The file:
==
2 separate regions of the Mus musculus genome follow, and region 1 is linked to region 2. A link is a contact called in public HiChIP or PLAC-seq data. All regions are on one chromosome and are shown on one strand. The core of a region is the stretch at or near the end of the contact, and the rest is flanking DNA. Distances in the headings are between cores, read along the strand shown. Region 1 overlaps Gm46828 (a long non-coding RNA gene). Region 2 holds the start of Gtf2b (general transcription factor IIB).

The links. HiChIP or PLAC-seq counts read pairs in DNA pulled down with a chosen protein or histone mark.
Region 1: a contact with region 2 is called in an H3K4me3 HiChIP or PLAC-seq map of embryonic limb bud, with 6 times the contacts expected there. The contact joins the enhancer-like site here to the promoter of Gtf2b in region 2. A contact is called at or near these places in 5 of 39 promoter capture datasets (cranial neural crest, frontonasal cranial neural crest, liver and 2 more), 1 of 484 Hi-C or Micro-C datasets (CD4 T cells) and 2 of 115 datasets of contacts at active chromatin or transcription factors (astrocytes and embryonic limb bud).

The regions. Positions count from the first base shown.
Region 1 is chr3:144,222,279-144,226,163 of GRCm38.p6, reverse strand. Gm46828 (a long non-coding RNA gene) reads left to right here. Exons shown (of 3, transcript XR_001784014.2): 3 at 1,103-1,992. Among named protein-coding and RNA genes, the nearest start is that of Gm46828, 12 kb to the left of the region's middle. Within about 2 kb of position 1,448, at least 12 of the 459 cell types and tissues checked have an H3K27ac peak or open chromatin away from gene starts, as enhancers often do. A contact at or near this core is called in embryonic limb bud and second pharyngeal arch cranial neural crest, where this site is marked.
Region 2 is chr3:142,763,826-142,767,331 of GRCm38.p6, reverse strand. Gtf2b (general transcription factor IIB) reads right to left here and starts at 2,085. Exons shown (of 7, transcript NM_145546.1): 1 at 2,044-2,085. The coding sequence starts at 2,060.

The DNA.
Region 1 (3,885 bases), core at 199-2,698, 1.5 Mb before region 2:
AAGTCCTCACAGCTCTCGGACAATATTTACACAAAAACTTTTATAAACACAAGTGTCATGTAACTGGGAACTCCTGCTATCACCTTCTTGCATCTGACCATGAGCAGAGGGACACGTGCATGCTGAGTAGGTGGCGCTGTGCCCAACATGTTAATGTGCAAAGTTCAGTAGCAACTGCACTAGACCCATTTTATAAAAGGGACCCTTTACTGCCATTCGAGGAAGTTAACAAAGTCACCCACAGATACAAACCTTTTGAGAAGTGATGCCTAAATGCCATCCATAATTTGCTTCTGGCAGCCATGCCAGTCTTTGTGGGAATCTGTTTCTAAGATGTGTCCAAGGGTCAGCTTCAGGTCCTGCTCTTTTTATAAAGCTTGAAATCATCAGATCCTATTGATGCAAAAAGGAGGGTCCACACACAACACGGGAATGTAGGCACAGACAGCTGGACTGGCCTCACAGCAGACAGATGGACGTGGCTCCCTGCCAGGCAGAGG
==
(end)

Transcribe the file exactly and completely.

2 separate regions of the Mus musculus genome follow, and region 1 is linked to region 2. A link is a contact called in public HiChIP or PLAC-seq data. All regions are on one chromosome and are shown on one strand. The core of a region is the stretch at or near the end of the contact, and the rest is flanking DNA. Distances in the headings are between cores, read along the strand shown. Region 1 overlaps Gm46828 (a long non-coding RNA gene). Region 2 holds the start of Gtf2b (general transcription factor IIB).

The links. HiChIP or PLAC-seq counts read pairs in DNA pulled down with a chosen protein or histone mark.
Region 1: a contact with region 2 is called in an H3K4me3 HiChIP or PLAC-seq map of embryonic limb bud, with 6 times the contacts expected there. The contact joins the enhancer-like site here to the promoter of Gtf2b in region 2. A contact is called at or near these places in 5 of 39 promoter capture datasets (cranial neural crest, frontonasal cranial neural crest, liver and 2 more), 1 of 484 Hi-C or Micro-C datasets (CD4 T cells) and 2 of 115 datasets of contacts at active chromatin or transcription factors (astrocytes and embryonic limb bud).

The regions. Positions count from the first base shown.
Region 1 is chr3:144,222,279-144,226,163 of GRCm38.p6, reverse strand. Gm46828 (a long non-coding RNA gene) reads left to right here. Exons shown (of 3, transcript XR_001784014.2): 3 at 1,103-1,992. Among named protein-coding and RNA genes, the nearest start is that of Gm46828, 12 kb to the left of the region's middle. Within about 2 kb of position 1,448, at least 12 of the 459 cell types and tissues checked have an H3K27ac peak or open chromatin away from gene starts, as enhancers often do. A contact at or near this core is called in embryonic limb bud and second pharyngeal arch cranial neural crest, where this site is marked.
Region 2 is chr3:142,763,826-142,767,331 of GRCm38.p6, reverse strand. Gtf2b (general transcription factor IIB) reads right to left here and starts at 2,085. Exons shown (of 7, transcript NM_145546.1): 1 at 2,044-2,085. The coding sequence starts at 2,060.

The DNA.
Region 1 (3,885 bases), core at 199-2,698, 1.5 Mb before region 2:
AAGTCCTCACAGCTCTCGGACAATATTTACACAAAAACTTTTATAAACACAAGTGTCATGTAACTGGGAACTCCTGCTATCACCTTCTTGCATCTGACCATGAGCAGAGGGACACGTGCATGCTGAGTAGGTGGCGCTGTGCCCAACATGTTAATGTGCAAAGTTCAGTAGCAACTGCACTAGACCCATTTTATAAAAGGGACCCTTTACTGCCATTCGAGGAAGTTAACAAAGTCACCCACAGATACAAACCTTTTGAGAAGTGATGCCTAAATGCCATCCATAATTTGCTTCTGGCAGCCATGCCAGTCTTTGTGGGAATCTGTTTCTAAGATGTGTCCAAGGGTCAGCTTCAGGTCCTGCTCTTTTTATAAAGCTTGAAATCATCAGATCCTATTGATGCAAAAAGGAGGGTCCACACACAACACGGGAATGTAGGCACAGACAGCTGGACTGGCCTCACAGCAGACAGATGGACGTGGCTCCCTGCCAGGCAGAGG